Group B Strep: Explained

According to the CDC, about 1 in 4 pregnant women are carriers of group B strep (GBS).

What is GSB?

Group B Streptococcus (also known as group B strep, or GBS) is a bacteria that can develop within the gastrointestinal and genital tracts of the human body. Although many people who host the bacteria do not feel ill or show any symptoms, there is still a potential for the bacteria to cause other infections within the body, such as:

  • Bacteremia
  • Sepsis
  • Bone/joint infections
  • Meningitis
  • Pneumonia
  • Skin/soft-tissue infections

It is not known how GBS is spread to adults. There are no reported cases of those living in the same household being at risk if other members of the family have the disease. There is also no evidence to support the bacteria travels through food, water, or surface areas. What doctors do know, though, is that pregnant women who carry the bacteria can pass it to their newborns during delivery.

Who is at risk?

Anyone can be a carrier of GBS, but those who meet certain health factors and age ranges are more susceptible to the disease than others. Adults are at higher risk of developing GBS disease if they are 65 years or older, or have a pre-existing condition such as:

  • Heart disease
  • Diabetes
  • Cancer
  • Obesity

Newborns are likely to develop GSB disease if the mother tested positive late in pregnancy or if there is a long period of time between the water breaking and delivering the baby. The newborn may have early-onset GBS, which occurs during the first week of life, or late-onset GBS, which occurs between the first week and first three months of life. Due to the additional complications the disease can cause, about 4-6% of newborns who develop GBS disease will not survive.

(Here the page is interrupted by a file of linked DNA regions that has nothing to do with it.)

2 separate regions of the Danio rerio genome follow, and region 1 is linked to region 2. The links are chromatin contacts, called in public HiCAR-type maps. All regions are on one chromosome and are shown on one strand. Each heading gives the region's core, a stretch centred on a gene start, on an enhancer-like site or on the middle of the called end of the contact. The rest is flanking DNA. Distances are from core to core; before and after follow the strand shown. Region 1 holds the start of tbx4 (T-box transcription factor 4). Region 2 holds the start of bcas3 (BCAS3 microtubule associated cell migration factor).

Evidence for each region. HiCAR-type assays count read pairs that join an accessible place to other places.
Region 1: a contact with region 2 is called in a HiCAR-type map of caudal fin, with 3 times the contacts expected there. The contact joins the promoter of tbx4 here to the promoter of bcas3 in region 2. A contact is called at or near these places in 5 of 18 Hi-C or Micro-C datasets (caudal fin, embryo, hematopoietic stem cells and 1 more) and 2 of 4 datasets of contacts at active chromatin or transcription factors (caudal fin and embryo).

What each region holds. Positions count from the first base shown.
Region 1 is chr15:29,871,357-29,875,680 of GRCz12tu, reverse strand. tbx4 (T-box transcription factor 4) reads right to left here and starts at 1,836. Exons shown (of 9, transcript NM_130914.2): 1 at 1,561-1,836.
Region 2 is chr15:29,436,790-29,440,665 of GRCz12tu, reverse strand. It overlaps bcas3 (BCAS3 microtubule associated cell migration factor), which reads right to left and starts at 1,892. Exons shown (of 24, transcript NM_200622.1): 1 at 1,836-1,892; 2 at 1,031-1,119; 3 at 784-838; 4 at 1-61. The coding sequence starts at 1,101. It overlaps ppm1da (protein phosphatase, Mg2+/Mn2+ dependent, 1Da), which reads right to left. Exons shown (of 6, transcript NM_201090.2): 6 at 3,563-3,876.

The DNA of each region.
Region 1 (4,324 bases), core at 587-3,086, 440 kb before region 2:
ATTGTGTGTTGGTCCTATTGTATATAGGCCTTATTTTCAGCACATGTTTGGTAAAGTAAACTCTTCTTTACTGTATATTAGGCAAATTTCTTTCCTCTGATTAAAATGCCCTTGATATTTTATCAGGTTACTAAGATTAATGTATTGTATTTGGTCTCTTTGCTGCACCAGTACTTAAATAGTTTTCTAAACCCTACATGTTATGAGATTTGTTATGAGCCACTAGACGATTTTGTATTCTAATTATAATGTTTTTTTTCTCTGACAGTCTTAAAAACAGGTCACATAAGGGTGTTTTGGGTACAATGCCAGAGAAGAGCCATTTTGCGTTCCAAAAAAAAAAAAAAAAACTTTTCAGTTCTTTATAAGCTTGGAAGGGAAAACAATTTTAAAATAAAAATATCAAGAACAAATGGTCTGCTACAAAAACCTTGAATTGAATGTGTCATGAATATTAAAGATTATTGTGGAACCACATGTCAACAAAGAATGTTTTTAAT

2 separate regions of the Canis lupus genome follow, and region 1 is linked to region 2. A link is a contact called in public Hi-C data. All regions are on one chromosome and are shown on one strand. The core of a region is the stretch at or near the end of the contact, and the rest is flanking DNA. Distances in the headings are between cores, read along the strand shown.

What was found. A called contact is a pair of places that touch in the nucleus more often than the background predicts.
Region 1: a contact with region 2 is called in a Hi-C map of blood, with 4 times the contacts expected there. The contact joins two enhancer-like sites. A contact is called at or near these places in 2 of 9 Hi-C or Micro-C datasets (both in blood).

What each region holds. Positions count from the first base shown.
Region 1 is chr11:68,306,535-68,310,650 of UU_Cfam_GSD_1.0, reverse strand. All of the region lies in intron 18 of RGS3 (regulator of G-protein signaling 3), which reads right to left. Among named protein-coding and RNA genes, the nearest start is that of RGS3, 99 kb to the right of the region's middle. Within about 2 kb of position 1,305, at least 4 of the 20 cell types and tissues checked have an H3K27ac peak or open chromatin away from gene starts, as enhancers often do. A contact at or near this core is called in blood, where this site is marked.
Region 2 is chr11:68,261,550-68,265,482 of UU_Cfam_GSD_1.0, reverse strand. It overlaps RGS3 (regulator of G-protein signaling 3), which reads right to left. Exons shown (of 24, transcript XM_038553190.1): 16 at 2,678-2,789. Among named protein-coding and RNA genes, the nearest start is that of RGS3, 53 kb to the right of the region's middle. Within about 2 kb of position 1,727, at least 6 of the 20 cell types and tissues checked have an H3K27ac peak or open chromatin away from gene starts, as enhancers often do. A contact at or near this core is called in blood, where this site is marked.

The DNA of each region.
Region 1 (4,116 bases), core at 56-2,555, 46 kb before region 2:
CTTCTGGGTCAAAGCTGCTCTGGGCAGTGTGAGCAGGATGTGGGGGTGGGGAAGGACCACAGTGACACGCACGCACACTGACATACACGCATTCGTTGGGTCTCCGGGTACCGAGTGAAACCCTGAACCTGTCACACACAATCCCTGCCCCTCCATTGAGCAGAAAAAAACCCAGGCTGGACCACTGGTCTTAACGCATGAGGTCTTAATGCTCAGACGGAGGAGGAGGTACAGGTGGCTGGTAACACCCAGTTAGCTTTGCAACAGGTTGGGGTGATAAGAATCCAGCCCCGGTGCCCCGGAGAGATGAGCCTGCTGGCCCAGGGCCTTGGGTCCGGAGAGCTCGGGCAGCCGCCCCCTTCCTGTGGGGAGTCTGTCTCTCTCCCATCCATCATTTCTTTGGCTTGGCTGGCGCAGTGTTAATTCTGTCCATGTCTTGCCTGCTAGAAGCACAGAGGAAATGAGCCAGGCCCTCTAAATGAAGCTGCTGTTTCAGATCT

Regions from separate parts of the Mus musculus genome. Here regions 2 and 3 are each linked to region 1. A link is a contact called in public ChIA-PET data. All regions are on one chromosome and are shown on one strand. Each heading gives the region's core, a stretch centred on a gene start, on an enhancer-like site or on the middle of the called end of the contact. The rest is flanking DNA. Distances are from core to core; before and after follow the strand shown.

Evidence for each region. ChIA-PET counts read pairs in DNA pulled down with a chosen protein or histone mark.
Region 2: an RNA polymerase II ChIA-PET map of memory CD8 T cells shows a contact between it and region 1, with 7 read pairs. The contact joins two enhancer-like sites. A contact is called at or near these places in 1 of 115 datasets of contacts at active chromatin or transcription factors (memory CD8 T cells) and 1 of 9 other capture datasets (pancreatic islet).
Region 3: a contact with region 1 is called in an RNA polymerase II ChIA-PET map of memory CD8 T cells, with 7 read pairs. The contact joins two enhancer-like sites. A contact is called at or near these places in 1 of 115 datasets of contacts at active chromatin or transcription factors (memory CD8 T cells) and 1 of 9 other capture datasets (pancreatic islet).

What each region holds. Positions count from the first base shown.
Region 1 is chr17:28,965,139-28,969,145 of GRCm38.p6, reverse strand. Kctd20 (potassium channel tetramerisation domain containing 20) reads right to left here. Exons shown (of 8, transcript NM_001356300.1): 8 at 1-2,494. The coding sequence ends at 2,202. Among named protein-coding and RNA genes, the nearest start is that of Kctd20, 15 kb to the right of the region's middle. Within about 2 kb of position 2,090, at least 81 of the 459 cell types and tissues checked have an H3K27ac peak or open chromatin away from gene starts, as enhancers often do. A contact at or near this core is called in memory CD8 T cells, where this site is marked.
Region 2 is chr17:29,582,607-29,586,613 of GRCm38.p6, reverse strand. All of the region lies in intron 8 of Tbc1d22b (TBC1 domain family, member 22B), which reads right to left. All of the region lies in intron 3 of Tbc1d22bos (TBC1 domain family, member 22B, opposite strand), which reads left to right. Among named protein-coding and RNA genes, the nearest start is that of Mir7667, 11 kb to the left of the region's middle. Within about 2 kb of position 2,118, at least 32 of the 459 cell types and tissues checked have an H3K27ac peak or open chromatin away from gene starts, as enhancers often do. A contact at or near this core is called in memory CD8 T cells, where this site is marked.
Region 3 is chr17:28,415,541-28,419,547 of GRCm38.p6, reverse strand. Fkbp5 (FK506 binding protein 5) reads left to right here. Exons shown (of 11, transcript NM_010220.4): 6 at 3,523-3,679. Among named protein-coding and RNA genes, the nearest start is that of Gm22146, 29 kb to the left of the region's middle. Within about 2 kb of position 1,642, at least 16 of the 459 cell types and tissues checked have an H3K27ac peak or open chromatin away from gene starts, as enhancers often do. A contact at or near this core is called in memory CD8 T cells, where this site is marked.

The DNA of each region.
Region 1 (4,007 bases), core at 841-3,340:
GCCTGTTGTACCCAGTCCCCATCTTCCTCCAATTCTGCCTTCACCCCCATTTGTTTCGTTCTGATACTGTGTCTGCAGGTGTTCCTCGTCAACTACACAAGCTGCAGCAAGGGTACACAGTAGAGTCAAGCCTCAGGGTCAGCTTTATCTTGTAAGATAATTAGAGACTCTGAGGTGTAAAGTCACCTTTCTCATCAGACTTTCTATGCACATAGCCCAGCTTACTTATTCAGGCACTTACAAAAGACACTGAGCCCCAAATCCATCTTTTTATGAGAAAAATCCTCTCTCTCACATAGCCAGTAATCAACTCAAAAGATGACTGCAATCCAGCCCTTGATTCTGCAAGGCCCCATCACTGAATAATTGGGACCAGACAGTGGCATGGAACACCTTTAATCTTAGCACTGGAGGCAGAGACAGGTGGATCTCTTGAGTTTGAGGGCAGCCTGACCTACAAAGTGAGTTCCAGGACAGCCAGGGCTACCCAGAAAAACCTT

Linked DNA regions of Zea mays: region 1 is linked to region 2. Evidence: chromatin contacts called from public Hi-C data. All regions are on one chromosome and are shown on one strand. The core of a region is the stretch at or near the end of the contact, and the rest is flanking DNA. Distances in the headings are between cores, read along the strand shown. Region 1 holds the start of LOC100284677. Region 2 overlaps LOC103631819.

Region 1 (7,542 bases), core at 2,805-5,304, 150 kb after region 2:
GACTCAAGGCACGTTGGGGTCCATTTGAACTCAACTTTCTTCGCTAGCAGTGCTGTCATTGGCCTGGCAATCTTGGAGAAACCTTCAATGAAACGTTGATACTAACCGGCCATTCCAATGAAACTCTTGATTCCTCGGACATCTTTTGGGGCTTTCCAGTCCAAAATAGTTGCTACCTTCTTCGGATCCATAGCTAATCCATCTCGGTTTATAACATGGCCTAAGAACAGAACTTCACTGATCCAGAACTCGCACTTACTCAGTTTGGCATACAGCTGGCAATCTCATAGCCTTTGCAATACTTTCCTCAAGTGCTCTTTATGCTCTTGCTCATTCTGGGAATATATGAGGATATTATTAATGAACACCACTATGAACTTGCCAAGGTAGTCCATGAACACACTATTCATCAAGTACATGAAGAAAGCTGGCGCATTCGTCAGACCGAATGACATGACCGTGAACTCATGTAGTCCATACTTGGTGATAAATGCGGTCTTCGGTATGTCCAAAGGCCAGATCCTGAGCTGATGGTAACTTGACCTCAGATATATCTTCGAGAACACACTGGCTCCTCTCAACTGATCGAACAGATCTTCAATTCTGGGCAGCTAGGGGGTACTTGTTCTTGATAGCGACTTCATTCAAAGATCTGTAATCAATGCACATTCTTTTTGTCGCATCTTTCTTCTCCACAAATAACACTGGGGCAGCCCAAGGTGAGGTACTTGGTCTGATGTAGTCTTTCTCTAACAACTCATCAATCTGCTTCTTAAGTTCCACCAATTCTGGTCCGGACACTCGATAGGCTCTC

How do you prevent GSB?

Since it is still unknown how adults get the disease; there are no proven ways to prevent GSB spread in humans over a week old. It is possible to prevent newborns from getting the GSB bacteria.

Those expecting to give birth should get tested in their late stages of pregnancy or close to their delivery date. If growth of the bacteria is present, doctors can administer antibiotics through an IV or prescribe penicillin or ampicillin. The newborn has a 1 in 4000 chance of developing GBS disease if the mother takes the prescribed antibiotics during labor, compared to a 1 in 200 chance without them.

Your provider tests you for GBS at 35 to 37 weeks of pregnancy. Testing for GBS is simple and painless.

How Healthcare Highways Can Help

To assess if you may be at risk or want to learn more about GSB, reach out to your personal healthcare provider for more information. If you need assistance with finding a provider or have questions, please call your Customer Experience Advocates team or your Care Coordination team members and they will help you through the process!